“What would I do without you?” The Joker asks Batman in The Dark Knight. “You complete me.” He’s right in more ways than he realizes, as the newly released Joker shows: the Joker, by his very nature, needs Batman, and, more importantly, so does the audience. Because without the Dark Knight there to serve as a ballast, the Joker’s anarchic, twisted, disturbing nature, and Joker itself, becomes unbearably difficult to watch.
Admittedly, in terms of film qua film, Joker succeeds in what it sets out to do. It’s well directed, Joaquin Phoenix turns in an incredible performance as the titular character, and the story provides creepy insight into the psyche of its psychopathic subject. And in fairness, Phoenix’s Joker is not necessarily more evil than past incarnations of the character. Heath Ledger’s turn as the Clown Prince of Crime, for example, was just as twisted, just as nihilistic. Also, Batman: The Killing Joke featured a Joker committing acts just as depraved and horrific. These Jokers, however, did not exist in a vacuum, and the stories in which they’re present also feature counters to their dangerous ideology.
Joker, in comparison, is devoid of any sort of moral challenge to its villain. Watching someone engage in truly despicable, grotesque evil on screen without anyone rising to challenge it, without any sense of hope for viewers is a truly painful experience, one that unsettled me so deeply I had to turn away from the screen on several occasions and nearly walked out at one point—and I managed to sit through the entirety of The Shape of Water, so that’s saying something. With scenes of murder that are realistically graphic and intense, it feels almost as if you’re watching artfully shot found footage of homicides. While it is unfair to say that Joker celebrates its protagonist, or even that it portrays him in a sympathetic light, the movie makes no argument against him, relying solely on the audience to pass judgement on the character.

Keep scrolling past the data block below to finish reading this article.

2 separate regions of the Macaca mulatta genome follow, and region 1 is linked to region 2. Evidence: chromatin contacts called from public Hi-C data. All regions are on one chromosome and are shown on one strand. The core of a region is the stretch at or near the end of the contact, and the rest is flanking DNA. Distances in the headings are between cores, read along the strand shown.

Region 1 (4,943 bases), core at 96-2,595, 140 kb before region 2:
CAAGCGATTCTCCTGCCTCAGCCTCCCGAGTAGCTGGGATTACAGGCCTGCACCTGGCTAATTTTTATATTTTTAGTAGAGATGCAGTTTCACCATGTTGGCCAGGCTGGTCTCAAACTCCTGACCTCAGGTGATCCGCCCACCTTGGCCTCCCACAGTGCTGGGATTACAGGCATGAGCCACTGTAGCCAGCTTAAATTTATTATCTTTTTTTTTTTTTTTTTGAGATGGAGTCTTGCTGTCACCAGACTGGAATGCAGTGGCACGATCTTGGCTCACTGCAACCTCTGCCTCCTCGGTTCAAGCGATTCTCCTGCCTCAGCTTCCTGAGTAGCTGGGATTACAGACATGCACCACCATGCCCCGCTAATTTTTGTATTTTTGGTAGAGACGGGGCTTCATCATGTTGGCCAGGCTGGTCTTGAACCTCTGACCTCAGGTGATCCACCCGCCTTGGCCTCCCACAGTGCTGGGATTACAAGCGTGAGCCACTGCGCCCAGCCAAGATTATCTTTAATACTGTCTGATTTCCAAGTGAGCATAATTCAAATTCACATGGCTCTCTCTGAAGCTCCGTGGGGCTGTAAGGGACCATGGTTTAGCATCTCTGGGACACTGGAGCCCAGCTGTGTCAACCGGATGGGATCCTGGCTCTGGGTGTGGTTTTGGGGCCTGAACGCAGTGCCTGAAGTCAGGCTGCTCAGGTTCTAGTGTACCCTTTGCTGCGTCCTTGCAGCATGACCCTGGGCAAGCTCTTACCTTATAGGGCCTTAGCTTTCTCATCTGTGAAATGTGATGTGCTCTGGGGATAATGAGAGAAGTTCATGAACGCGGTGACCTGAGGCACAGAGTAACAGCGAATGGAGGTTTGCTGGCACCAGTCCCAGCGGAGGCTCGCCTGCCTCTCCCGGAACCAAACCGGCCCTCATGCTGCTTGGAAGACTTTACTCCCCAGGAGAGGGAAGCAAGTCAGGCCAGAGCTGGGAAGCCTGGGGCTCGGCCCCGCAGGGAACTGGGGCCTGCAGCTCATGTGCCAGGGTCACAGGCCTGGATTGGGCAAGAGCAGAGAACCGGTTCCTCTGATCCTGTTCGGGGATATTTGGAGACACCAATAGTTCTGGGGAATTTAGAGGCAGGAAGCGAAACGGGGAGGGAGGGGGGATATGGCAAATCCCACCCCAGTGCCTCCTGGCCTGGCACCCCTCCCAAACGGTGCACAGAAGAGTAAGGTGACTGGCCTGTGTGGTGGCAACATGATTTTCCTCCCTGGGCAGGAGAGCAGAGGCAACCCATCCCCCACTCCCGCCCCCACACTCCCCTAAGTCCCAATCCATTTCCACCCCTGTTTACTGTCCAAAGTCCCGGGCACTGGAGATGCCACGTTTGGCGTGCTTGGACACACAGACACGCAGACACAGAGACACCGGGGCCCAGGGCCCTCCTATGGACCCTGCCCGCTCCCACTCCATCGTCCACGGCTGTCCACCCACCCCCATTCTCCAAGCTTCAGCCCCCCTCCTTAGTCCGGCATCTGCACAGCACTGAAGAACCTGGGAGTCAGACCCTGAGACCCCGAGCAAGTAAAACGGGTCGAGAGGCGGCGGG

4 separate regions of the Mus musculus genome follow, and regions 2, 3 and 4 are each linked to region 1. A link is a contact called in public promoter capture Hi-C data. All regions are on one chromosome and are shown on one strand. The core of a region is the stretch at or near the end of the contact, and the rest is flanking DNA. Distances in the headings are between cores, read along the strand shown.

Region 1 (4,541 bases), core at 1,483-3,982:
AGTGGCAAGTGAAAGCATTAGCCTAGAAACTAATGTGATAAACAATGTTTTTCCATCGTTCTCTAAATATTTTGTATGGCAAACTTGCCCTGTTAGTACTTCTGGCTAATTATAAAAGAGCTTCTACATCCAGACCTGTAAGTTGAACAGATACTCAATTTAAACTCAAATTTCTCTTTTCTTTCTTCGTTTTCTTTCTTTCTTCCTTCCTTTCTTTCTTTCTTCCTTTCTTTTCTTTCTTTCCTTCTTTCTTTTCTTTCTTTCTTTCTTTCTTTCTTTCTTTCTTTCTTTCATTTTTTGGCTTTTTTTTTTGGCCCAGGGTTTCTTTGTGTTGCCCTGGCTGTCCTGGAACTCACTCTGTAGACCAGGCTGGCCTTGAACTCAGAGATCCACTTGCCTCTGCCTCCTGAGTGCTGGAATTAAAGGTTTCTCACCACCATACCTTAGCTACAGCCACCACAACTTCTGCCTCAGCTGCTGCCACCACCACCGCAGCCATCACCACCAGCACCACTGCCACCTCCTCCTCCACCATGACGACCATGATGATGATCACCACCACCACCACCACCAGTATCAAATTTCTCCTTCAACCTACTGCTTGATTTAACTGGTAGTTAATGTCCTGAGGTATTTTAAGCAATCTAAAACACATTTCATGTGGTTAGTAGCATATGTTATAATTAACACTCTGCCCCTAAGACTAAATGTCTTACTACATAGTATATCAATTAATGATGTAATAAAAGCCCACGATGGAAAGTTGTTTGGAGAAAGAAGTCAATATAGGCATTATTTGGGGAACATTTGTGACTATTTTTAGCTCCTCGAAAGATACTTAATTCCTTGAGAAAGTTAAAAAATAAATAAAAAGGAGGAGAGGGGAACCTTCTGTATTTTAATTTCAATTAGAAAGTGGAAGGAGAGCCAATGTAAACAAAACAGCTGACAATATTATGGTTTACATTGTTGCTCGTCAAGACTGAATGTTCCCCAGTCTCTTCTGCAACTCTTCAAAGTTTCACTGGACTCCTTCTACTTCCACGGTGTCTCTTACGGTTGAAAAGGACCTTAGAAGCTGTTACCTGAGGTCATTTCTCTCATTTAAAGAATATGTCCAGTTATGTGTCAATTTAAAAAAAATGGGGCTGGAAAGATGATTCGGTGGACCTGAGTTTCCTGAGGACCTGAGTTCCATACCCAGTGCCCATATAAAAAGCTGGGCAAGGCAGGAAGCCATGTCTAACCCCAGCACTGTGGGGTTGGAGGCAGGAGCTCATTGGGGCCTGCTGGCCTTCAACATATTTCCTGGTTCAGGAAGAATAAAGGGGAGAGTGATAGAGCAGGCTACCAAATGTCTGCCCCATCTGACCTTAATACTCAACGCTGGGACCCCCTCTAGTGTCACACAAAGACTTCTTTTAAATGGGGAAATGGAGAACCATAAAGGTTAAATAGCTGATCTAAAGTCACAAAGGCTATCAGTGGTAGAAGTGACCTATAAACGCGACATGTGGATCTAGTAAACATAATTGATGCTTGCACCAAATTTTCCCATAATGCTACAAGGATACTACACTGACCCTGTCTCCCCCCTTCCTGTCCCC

The Dark Knight and The Killing Joke succeed just as well as Joker in diving into what makes the Joker tick, but the stories also provide an alternative to the villain’s sick worldview. Perhaps the most powerful scene in The Dark Knight comes when the Joker has tricked the city into evacuating onto two boats: one filled with the prison population, one filled with the citizens of Gotham. The boats are given detonators and the occupants are told to blow up the other boat or be killed themselves. After much debate, neither side decides to go along with the Joker’s game, resigning themselves to death rather than engaging to murder. Even under duress, they reject the Joker’s chaotic approach to life.
Joker took even more influence from The Killing Joke, which, like Joker, gives the character a backstory as a failed comedian, who turns into the murderous clown after life gets him down. Like the film it inspired, The Killing Joke was created specifically to explore the motivations of the Joker, showing how the pressures of the world finally led him to crack. But, more importantly, it also shows that he didn’t have to become what he is.
In the comic, the Joker decides he wants to prove that anyone would have gone down his path if they’d experienced the hardship he had. So, he kidnaps Commissioner Gordon, shoots and paralyzes his daughter Barbara (it’s implied that he also rapes her), then strips down the commissioner and brutalizes him. In addition to the physical torture he endures, Gordon is forced to look at pictures of what the Joker did to Barbara, yet when Batman rescues him Gordon insists that Joker be brought in “by the book.” The experience leaves him scarred but not broken, showing that it wasn’t the tragedies of the Joker’s life that created him, but rather his choice in response; that we all have such a choice to make when faced with hard times and that giving into darkness is never inevitable.
These stories succeed while the Joker fails because a foil provides real depth to the character. Seeing the ideological conflict between Joker and the forces of good draws attention to the ways in which his nihilistic view of the world falls short. While Phoenix talks a good talk about how his new film is a serious character study, Joker merely shocks and disgusts viewers with scenes of depravity. Toward the end of the movie, Joker states that he always thought his life was a tragedy, but he’s come to realize that it’s really a comedy. These are, of course, the ramblings of a madman; his life is tragic and so too is what’s been done with this film.Published in